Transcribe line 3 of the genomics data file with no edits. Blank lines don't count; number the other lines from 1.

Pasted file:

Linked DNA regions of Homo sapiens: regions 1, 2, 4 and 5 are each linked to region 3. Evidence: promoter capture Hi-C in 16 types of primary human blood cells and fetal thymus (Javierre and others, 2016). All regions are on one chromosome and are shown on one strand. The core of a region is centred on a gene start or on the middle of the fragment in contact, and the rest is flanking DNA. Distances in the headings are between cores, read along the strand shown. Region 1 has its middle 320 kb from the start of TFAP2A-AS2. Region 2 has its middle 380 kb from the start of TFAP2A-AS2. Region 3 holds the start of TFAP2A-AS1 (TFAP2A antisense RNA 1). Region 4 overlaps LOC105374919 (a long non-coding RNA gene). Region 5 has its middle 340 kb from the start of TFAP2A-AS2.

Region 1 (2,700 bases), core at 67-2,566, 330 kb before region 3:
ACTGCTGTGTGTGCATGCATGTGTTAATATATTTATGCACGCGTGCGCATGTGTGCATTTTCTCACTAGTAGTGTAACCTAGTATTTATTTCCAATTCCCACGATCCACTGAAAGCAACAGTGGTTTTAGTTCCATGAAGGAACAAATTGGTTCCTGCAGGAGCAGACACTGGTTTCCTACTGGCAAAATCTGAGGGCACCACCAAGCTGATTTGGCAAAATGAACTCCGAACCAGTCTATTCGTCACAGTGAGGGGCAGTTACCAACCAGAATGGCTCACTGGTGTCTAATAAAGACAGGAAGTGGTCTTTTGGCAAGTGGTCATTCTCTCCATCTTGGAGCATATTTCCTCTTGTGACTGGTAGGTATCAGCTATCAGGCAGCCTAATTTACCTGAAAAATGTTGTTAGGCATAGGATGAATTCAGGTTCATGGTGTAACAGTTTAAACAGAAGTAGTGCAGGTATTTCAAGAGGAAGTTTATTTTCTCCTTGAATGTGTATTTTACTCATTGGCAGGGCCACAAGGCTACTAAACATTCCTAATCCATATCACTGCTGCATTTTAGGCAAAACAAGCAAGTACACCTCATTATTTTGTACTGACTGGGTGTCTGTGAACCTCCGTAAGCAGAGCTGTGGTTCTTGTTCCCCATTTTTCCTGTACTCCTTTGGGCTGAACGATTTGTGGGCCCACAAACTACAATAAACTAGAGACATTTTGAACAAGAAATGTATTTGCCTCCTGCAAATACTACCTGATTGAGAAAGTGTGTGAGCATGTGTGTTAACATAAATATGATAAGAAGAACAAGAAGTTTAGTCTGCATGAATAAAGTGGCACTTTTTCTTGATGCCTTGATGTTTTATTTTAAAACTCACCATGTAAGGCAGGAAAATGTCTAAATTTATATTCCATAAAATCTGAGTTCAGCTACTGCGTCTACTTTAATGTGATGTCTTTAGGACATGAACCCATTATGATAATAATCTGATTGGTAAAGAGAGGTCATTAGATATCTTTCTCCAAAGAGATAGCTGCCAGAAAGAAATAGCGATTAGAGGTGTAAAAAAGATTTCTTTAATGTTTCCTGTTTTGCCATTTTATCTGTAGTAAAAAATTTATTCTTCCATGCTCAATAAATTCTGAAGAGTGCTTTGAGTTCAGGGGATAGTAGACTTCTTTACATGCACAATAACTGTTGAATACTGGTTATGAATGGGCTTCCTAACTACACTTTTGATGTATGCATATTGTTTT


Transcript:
ACTGCTGTGTGTGCATGCATGTGTTAATATATTTATGCACGCGTGCGCATGTGTGCATTTTCTCACTAGTAGTGTAACCTAGTATTTATTTCCAATTCCCACGATCCACTGAAAGCAACAGTGGTTTTAGTTCCATGAAGGAACAAATTGGTTCCTGCAGGAGCAGACACTGGTTTCCTACTGGCAAAATCTGAGGGCACCACCAAGCTGATTTGGCAAAATGAACTCCGAACCAGTCTATTCGTCACAGTGAGGGGCAGTTACCAACCAGAATGGCTCACTGGTGTCTAATAAAGACAGGAAGTGGTCTTTTGGCAAGTGGTCATTCTCTCCATCTTGGAGCATATTTCCTCTTGTGACTGGTAGGTATCAGCTATCAGGCAGCCTAATTTACCTGAAAAATGTTGTTAGGCATAGGATGAATTCAGGTTCATGGTGTAACAGTTTAAACAGAAGTAGTGCAGGTATTTCAAGAGGAAGTTTATTTTCTCCTTGAATGTGTATTTTACTCATTGGCAGGGCCACAAGGCTACTAAACATTCCTAATCCATATCACTGCTGCATTTTAGGCAAAACAAGCAAGTACACCTCATTATTTTGTACTGACTGGGTGTCTGTGAACCTCCGTAAGCAGAGCTGTGGTTCTTGTTCCCCATTTTTCCTGTACTCCTTTGGGCTGAACGATTTGTGGGCCCACAAACTACAATAAACTAGAGACATTTTGAACAAGAAATGTATTTGCCTCCTGCAAATACTACCTGATTGAGAAAGTGTGTGAGCATGTGTGTTAACATAAATATGATAAGAAGAACAAGAAGTTTAGTCTGCATGAATAAAGTGGCACTTTTTCTTGATGCCTTGATGTTTTATTTTAAAACTCACCATGTAAGGCAGGAAAATGTCTAAATTTATATTCCATAAAATCTGAGTTCAGCTACTGCGTCTACTTTAATGTGATGTCTTTAGGACATGAACCCATTATGATAATAATCTGATTGGTAAAGAGAGGTCATTAGATATCTTTCTCCAAAGAGATAGCTGCCAGAAAGAAATAGCGATTAGAGGTGTAAAAAAGATTTCTTTAATGTTTCCTGTTTTGCCATTTTATCTGTAGTAAAAAATTTATTCTTCCATGCTCAATAAATTCTGAAGAGTGCTTTGAGTTCAGGGGATAGTAGACTTCTTTACATGCACAATAACTGTTGAATACTGGTTATGAATGGGCTTCCTAACTACACTTTTGATGTATGCATATTGTTTT